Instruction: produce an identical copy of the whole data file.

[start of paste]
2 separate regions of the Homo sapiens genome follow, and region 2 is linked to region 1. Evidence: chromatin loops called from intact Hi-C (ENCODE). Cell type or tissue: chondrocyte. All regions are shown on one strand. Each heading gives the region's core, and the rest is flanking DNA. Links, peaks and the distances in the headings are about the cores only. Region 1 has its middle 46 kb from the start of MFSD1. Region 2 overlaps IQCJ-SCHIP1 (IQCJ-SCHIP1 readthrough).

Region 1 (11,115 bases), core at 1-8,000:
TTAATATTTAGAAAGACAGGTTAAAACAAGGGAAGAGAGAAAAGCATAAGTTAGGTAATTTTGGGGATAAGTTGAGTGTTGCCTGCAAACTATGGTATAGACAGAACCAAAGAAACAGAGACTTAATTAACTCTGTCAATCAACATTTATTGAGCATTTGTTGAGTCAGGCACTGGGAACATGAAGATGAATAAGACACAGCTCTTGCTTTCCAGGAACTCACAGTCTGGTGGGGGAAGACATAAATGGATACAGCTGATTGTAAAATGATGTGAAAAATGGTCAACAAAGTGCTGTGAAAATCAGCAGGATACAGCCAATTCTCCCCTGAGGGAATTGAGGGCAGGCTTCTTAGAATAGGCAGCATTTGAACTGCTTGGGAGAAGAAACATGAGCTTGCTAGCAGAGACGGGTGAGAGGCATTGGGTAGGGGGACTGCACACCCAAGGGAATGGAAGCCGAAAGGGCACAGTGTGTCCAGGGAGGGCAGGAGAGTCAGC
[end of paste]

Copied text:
2 separate regions of the Homo sapiens genome follow, and region 2 is linked to region 1. Evidence: chromatin loops called from intact Hi-C (ENCODE). Cell type or tissue: chondrocyte. All regions are shown on one strand. Each heading gives the region's core, and the rest is flanking DNA. Links, peaks and the distances in the headings are about the cores only. Region 1 has its middle 46 kb from the start of MFSD1. Region 2 overlaps IQCJ-SCHIP1 (IQCJ-SCHIP1 readthrough).

Region 1 (11,115 bases), core at 1-8,000:
TTAATATTTAGAAAGACAGGTTAAAACAAGGGAAGAGAGAAAAGCATAAGTTAGGTAATTTTGGGGATAAGTTGAGTGTTGCCTGCAAACTATGGTATAGACAGAACCAAAGAAACAGAGACTTAATTAACTCTGTCAATCAACATTTATTGAGCATTTGTTGAGTCAGGCACTGGGAACATGAAGATGAATAAGACACAGCTCTTGCTTTCCAGGAACTCACAGTCTGGTGGGGGAAGACATAAATGGATACAGCTGATTGTAAAATGATGTGAAAAATGGTCAACAAAGTGCTGTGAAAATCAGCAGGATACAGCCAATTCTCCCCTGAGGGAATTGAGGGCAGGCTTCTTAGAATAGGCAGCATTTGAACTGCTTGGGAGAAGAAACATGAGCTTGCTAGCAGAGACGGGTGAGAGGCATTGGGTAGGGGGACTGCACACCCAAGGGAATGGAAGCCGAAAGGGCACAGTGTGTCCAGGGAGGGCAGGAGAGTCAGC